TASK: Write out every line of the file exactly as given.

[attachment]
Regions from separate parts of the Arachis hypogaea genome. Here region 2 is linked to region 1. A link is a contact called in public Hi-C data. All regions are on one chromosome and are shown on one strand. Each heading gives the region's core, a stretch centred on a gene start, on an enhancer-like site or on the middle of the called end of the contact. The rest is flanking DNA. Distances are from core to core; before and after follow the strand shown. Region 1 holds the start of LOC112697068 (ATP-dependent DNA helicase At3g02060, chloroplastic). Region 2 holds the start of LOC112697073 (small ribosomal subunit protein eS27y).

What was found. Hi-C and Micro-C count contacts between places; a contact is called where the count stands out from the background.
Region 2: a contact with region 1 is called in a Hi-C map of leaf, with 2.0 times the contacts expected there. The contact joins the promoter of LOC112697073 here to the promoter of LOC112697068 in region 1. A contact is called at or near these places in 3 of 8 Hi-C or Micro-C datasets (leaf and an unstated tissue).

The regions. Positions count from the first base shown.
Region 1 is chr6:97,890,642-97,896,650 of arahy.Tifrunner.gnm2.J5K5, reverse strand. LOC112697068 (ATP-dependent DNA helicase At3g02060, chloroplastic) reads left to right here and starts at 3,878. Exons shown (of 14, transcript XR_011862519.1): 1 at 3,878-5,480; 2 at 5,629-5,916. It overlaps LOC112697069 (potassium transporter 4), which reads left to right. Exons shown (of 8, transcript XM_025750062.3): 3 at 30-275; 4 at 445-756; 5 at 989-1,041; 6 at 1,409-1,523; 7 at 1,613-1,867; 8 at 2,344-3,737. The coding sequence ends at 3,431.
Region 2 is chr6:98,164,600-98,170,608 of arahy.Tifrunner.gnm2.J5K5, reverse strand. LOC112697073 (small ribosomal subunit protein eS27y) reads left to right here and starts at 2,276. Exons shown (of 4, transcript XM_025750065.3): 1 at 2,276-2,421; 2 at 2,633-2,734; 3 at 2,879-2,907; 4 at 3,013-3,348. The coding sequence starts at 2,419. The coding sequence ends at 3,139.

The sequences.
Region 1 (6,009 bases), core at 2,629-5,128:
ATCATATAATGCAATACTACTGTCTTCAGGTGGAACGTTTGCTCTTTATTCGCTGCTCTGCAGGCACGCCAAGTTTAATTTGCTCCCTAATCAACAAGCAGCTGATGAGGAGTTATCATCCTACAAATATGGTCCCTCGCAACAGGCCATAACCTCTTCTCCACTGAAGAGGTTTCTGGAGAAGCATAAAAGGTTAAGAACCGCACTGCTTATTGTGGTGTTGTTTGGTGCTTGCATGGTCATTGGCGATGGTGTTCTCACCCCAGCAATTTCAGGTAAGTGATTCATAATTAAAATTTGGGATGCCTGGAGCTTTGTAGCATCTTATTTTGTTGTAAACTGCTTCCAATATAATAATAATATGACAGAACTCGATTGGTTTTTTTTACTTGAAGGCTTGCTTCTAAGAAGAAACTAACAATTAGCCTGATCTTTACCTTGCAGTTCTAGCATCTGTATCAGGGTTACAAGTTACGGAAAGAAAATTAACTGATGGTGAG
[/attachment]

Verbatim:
Regions from separate parts of the Arachis hypogaea genome. Here region 2 is linked to region 1. A link is a contact called in public Hi-C data. All regions are on one chromosome and are shown on one strand. Each heading gives the region's core, a stretch centred on a gene start, on an enhancer-like site or on the middle of the called end of the contact. The rest is flanking DNA. Distances are from core to core; before and after follow the strand shown. Region 1 holds the start of LOC112697068 (ATP-dependent DNA helicase At3g02060, chloroplastic). Region 2 holds the start of LOC112697073 (small ribosomal subunit protein eS27y).

What was found. Hi-C and Micro-C count contacts between places; a contact is called where the count stands out from the background.
Region 2: a contact with region 1 is called in a Hi-C map of leaf, with 2.0 times the contacts expected there. The contact joins the promoter of LOC112697073 here to the promoter of LOC112697068 in region 1. A contact is called at or near these places in 3 of 8 Hi-C or Micro-C datasets (leaf and an unstated tissue).

The regions. Positions count from the first base shown.
Region 1 is chr6:97,890,642-97,896,650 of arahy.Tifrunner.gnm2.J5K5, reverse strand. LOC112697068 (ATP-dependent DNA helicase At3g02060, chloroplastic) reads left to right here and starts at 3,878. Exons shown (of 14, transcript XR_011862519.1): 1 at 3,878-5,480; 2 at 5,629-5,916. It overlaps LOC112697069 (potassium transporter 4), which reads left to right. Exons shown (of 8, transcript XM_025750062.3): 3 at 30-275; 4 at 445-756; 5 at 989-1,041; 6 at 1,409-1,523; 7 at 1,613-1,867; 8 at 2,344-3,737. The coding sequence ends at 3,431.
Region 2 is chr6:98,164,600-98,170,608 of arahy.Tifrunner.gnm2.J5K5, reverse strand. LOC112697073 (small ribosomal subunit protein eS27y) reads left to right here and starts at 2,276. Exons shown (of 4, transcript XM_025750065.3): 1 at 2,276-2,421; 2 at 2,633-2,734; 3 at 2,879-2,907; 4 at 3,013-3,348. The coding sequence starts at 2,419. The coding sequence ends at 3,139.

The sequences.
Region 1 (6,009 bases), core at 2,629-5,128:
ATCATATAATGCAATACTACTGTCTTCAGGTGGAACGTTTGCTCTTTATTCGCTGCTCTGCAGGCACGCCAAGTTTAATTTGCTCCCTAATCAACAAGCAGCTGATGAGGAGTTATCATCCTACAAATATGGTCCCTCGCAACAGGCCATAACCTCTTCTCCACTGAAGAGGTTTCTGGAGAAGCATAAAAGGTTAAGAACCGCACTGCTTATTGTGGTGTTGTTTGGTGCTTGCATGGTCATTGGCGATGGTGTTCTCACCCCAGCAATTTCAGGTAAGTGATTCATAATTAAAATTTGGGATGCCTGGAGCTTTGTAGCATCTTATTTTGTTGTAAACTGCTTCCAATATAATAATAATATGACAGAACTCGATTGGTTTTTTTTACTTGAAGGCTTGCTTCTAAGAAGAAACTAACAATTAGCCTGATCTTTACCTTGCAGTTCTAGCATCTGTATCAGGGTTACAAGTTACGGAAAGAAAATTAACTGATGGTGAG